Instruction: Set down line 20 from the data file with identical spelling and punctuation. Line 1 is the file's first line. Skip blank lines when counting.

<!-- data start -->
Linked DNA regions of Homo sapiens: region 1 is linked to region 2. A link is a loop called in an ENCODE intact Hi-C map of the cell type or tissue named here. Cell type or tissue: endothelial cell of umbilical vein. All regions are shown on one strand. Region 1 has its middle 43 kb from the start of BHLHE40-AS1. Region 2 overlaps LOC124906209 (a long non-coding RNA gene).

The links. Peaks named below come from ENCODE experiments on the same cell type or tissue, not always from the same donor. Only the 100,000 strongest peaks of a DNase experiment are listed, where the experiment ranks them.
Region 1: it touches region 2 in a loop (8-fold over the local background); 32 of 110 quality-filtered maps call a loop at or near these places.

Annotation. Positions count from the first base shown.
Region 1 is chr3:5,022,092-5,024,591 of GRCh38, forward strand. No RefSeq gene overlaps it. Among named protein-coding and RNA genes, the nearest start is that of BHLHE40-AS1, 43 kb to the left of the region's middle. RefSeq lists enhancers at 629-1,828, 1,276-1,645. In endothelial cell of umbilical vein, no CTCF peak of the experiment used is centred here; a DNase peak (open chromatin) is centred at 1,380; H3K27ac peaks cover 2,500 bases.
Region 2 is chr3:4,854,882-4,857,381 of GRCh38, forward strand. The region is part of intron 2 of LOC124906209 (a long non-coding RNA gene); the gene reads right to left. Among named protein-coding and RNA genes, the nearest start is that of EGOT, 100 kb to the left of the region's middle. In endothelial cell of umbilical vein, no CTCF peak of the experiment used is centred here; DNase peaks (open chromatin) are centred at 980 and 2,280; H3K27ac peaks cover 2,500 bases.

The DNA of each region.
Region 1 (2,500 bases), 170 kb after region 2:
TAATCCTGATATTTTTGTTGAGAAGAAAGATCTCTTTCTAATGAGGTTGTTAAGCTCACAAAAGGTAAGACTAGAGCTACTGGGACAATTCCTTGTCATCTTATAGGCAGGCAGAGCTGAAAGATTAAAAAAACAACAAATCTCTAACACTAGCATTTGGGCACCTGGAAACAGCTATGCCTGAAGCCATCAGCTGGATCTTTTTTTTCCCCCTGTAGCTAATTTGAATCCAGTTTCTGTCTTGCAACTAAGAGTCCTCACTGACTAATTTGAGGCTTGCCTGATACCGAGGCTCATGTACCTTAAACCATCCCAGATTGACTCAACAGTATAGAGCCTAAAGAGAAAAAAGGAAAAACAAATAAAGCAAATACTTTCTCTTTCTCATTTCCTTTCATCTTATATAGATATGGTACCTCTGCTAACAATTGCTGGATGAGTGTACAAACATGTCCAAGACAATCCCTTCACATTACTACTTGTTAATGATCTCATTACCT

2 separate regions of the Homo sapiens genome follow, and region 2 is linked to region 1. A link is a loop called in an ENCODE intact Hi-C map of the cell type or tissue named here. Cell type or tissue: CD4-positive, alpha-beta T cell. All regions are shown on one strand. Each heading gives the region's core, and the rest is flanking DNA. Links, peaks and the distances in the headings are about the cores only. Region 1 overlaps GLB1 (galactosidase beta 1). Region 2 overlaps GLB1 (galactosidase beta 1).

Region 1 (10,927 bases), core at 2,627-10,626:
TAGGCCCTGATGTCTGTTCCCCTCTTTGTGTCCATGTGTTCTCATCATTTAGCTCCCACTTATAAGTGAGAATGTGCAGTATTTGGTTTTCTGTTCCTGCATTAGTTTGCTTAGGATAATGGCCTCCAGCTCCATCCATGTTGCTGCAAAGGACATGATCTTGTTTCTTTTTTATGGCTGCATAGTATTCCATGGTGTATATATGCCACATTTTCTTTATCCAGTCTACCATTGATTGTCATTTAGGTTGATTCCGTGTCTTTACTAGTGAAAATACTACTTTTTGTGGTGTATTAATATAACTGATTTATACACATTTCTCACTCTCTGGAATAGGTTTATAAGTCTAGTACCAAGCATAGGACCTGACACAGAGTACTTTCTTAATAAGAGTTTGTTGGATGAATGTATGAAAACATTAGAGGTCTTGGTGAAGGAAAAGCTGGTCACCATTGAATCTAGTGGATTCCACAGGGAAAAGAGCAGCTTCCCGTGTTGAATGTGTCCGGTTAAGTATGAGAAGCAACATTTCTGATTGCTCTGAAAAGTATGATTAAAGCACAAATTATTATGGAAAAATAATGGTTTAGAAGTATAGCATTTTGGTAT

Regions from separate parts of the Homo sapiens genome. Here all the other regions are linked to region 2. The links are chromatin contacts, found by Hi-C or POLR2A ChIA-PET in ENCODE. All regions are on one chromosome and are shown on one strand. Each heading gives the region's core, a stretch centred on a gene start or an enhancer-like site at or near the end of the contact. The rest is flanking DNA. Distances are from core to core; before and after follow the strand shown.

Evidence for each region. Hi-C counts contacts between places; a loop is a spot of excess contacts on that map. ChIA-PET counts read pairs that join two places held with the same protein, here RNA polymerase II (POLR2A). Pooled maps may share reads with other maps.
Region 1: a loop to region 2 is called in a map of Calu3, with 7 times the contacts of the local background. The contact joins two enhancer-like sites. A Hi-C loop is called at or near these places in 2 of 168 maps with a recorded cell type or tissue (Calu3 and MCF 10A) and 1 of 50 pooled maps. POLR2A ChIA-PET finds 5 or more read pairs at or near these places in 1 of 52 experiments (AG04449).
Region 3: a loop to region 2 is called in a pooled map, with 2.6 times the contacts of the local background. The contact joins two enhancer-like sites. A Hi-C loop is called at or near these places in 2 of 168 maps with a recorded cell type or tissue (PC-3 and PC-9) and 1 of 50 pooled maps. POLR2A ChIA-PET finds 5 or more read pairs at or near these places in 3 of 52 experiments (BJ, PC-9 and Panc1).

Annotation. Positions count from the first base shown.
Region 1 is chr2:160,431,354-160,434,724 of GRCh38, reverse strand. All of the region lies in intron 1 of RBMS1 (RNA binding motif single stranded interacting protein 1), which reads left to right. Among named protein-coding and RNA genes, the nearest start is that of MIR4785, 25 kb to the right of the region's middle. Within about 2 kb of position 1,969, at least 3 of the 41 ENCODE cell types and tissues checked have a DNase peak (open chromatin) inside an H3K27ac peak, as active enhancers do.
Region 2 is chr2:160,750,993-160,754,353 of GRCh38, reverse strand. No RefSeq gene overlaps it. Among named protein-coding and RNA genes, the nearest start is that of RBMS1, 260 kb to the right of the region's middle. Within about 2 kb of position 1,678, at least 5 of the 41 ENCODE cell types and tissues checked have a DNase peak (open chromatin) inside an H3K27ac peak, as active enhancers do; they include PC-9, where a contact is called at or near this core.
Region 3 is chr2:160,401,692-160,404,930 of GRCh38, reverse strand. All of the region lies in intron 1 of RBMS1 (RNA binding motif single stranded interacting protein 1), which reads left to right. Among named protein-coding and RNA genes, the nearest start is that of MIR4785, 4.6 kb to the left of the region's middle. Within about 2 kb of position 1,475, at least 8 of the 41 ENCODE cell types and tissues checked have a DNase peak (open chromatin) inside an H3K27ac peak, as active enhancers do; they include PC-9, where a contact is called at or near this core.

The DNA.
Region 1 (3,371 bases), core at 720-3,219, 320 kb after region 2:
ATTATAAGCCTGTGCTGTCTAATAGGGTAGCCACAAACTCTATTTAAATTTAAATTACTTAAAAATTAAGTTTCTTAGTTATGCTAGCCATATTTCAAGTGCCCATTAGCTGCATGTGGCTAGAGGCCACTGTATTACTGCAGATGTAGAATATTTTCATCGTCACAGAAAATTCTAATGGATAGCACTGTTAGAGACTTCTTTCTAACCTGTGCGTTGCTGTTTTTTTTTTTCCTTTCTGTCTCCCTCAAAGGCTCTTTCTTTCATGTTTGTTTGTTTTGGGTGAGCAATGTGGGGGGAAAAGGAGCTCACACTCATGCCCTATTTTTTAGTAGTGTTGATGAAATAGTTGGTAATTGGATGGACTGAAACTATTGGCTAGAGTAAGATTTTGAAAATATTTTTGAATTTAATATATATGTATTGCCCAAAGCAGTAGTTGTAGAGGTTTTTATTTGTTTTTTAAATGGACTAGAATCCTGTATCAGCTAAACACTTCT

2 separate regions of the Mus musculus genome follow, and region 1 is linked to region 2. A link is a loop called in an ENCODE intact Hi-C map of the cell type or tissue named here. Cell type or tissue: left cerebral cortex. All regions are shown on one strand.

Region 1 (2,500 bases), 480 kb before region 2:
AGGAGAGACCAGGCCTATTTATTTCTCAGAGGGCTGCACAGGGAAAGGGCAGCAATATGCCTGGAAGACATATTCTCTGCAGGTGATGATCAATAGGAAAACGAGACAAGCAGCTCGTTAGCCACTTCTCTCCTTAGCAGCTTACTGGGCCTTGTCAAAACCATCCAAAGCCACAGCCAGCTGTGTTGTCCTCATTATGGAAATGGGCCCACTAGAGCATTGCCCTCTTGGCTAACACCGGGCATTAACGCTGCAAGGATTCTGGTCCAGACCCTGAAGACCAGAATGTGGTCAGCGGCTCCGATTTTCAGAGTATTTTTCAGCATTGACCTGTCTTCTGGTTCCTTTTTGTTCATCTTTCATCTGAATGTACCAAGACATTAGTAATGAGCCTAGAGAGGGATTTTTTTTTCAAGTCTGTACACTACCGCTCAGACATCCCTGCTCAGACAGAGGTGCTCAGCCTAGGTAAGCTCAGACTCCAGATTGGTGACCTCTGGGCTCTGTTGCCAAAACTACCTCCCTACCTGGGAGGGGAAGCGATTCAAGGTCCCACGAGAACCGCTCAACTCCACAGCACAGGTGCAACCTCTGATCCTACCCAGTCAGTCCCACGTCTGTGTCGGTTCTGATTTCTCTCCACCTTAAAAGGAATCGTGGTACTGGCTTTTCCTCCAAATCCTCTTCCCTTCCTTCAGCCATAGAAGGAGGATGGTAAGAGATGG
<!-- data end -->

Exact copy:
Region 3 is chr2:160,401,692-160,404,930 of GRCh38, reverse strand. All of the region lies in intron 1 of RBMS1 (RNA binding motif single stranded interacting protein 1), which reads left to right. Among named protein-coding and RNA genes, the nearest start is that of MIR4785, 4.6 kb to the left of the region's middle. Within about 2 kb of position 1,475, at least 8 of the 41 ENCODE cell types and tissues checked have a DNase peak (open chromatin) inside an H3K27ac peak, as active enhancers do; they include PC-9, where a contact is called at or near this core.